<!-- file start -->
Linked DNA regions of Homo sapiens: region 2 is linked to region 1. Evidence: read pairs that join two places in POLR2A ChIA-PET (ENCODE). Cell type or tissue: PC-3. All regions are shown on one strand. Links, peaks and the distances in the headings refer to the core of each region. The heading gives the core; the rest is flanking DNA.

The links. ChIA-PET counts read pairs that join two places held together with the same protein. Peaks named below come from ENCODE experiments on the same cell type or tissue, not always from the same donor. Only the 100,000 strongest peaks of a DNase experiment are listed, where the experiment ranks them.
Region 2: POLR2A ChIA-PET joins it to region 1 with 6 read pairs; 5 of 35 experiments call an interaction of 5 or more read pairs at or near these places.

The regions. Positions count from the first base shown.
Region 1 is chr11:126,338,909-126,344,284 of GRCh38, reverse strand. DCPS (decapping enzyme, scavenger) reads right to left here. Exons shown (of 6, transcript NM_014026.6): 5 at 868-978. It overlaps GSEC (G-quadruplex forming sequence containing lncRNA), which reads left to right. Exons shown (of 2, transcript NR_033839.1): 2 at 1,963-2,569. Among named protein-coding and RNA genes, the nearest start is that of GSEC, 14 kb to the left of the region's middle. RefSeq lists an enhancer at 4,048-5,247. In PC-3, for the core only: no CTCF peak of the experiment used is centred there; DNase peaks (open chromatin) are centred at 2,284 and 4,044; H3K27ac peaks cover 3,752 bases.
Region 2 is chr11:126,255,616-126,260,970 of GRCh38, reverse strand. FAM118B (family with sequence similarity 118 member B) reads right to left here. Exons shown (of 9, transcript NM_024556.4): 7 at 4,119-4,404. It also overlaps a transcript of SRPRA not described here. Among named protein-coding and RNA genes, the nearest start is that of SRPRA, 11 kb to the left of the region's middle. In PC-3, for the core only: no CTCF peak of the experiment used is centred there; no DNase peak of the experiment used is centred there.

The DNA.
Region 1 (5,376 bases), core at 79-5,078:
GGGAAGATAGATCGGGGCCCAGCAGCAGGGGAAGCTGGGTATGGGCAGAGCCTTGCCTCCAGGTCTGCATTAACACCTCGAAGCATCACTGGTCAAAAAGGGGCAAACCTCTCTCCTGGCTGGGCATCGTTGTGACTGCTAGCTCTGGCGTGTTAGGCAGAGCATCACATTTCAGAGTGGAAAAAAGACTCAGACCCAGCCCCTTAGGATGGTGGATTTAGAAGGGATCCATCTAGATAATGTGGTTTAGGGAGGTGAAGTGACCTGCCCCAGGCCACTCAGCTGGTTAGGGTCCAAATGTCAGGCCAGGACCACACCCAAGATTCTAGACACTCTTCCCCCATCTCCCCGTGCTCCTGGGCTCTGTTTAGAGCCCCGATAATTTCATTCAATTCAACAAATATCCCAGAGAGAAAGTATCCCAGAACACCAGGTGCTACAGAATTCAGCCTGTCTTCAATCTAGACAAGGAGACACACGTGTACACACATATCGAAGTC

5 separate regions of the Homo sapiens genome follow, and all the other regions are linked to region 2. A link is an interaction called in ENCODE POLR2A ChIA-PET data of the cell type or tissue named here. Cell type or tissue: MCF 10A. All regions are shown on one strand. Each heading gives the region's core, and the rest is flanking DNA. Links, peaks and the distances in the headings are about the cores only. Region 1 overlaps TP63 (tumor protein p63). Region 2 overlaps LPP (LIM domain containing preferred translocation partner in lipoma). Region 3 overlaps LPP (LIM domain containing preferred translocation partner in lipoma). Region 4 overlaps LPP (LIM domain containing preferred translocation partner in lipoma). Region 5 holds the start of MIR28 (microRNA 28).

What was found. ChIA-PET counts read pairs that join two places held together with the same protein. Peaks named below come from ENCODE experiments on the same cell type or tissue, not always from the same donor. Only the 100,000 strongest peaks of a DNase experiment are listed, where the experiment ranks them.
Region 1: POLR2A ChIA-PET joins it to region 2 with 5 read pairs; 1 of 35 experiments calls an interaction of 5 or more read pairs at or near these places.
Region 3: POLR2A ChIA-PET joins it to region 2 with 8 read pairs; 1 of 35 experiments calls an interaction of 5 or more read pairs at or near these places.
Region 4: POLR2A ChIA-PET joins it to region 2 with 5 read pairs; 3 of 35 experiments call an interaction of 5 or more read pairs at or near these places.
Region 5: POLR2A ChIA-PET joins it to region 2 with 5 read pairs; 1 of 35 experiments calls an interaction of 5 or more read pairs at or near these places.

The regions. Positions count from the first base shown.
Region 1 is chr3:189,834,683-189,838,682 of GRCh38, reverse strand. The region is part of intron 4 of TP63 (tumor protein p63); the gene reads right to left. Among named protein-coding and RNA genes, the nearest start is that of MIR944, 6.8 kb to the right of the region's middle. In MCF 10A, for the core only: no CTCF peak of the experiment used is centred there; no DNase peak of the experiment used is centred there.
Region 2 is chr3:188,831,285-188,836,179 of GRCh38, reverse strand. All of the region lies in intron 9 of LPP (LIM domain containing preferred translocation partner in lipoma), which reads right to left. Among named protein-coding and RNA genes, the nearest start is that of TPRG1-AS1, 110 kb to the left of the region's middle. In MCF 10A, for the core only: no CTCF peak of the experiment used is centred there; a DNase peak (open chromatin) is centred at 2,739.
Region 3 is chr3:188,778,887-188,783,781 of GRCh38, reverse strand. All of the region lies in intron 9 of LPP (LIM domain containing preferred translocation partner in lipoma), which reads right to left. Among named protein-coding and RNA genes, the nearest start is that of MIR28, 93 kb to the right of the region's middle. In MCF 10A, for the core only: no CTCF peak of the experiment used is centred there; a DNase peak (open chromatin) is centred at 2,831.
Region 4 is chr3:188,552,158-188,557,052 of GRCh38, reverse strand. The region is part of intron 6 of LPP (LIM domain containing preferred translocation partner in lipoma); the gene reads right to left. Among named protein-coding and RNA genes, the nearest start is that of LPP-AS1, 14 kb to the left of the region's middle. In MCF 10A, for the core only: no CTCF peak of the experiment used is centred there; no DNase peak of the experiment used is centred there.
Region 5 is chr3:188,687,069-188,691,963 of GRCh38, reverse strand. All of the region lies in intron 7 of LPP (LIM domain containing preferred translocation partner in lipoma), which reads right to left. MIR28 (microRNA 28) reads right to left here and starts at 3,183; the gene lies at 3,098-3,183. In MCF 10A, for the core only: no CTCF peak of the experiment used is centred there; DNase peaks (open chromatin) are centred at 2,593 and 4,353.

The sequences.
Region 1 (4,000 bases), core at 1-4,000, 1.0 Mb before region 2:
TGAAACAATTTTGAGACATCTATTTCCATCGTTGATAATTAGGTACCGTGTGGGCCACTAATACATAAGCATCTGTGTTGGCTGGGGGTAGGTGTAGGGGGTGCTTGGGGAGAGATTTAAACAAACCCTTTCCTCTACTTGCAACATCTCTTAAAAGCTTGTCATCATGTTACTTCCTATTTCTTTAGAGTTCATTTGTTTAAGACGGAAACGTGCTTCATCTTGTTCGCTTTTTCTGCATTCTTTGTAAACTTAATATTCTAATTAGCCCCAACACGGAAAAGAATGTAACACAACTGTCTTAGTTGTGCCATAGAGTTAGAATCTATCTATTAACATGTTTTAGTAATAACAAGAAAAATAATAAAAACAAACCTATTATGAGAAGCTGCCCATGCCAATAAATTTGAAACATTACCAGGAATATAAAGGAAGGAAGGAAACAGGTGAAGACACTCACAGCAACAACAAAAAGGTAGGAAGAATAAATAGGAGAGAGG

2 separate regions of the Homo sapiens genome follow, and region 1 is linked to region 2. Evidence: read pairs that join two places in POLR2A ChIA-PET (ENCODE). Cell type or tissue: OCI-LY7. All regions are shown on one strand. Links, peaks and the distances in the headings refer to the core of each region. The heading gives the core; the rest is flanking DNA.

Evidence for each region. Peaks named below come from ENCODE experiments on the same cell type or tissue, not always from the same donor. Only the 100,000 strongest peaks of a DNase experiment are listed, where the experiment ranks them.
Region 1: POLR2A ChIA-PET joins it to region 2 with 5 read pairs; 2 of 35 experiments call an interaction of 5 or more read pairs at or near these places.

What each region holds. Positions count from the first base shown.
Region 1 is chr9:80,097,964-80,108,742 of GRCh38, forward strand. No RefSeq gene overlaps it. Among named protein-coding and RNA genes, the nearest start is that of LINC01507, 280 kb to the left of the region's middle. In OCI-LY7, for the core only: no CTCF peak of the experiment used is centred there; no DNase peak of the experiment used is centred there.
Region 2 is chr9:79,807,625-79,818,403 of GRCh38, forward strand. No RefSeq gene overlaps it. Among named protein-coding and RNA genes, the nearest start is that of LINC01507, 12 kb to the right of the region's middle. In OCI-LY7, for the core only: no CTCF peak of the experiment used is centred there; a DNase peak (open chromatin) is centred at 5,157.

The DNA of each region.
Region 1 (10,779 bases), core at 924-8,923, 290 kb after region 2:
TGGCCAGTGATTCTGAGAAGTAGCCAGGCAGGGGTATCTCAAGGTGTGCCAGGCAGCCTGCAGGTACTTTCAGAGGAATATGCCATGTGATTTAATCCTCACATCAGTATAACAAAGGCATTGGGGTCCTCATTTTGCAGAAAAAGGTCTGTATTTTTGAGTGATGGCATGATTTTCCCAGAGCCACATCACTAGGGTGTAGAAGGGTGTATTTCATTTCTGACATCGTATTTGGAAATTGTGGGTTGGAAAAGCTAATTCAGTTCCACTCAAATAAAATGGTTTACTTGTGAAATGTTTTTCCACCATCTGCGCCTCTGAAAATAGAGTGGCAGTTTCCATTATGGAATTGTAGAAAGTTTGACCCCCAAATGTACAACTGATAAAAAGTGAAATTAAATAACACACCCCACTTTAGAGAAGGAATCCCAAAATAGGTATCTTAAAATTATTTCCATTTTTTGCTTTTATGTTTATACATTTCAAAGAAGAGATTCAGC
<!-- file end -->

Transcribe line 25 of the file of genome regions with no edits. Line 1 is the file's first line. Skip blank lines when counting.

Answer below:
2 separate regions of the Homo sapiens genome follow, and region 1 is linked to region 2. Evidence: read pairs that join two places in POLR2A ChIA-PET (ENCODE). Cell type or tissue: OCI-LY7. All regions are shown on one strand. Links, peaks and the distances in the headings refer to the core of each region. The heading gives the core; the rest is flanking DNA.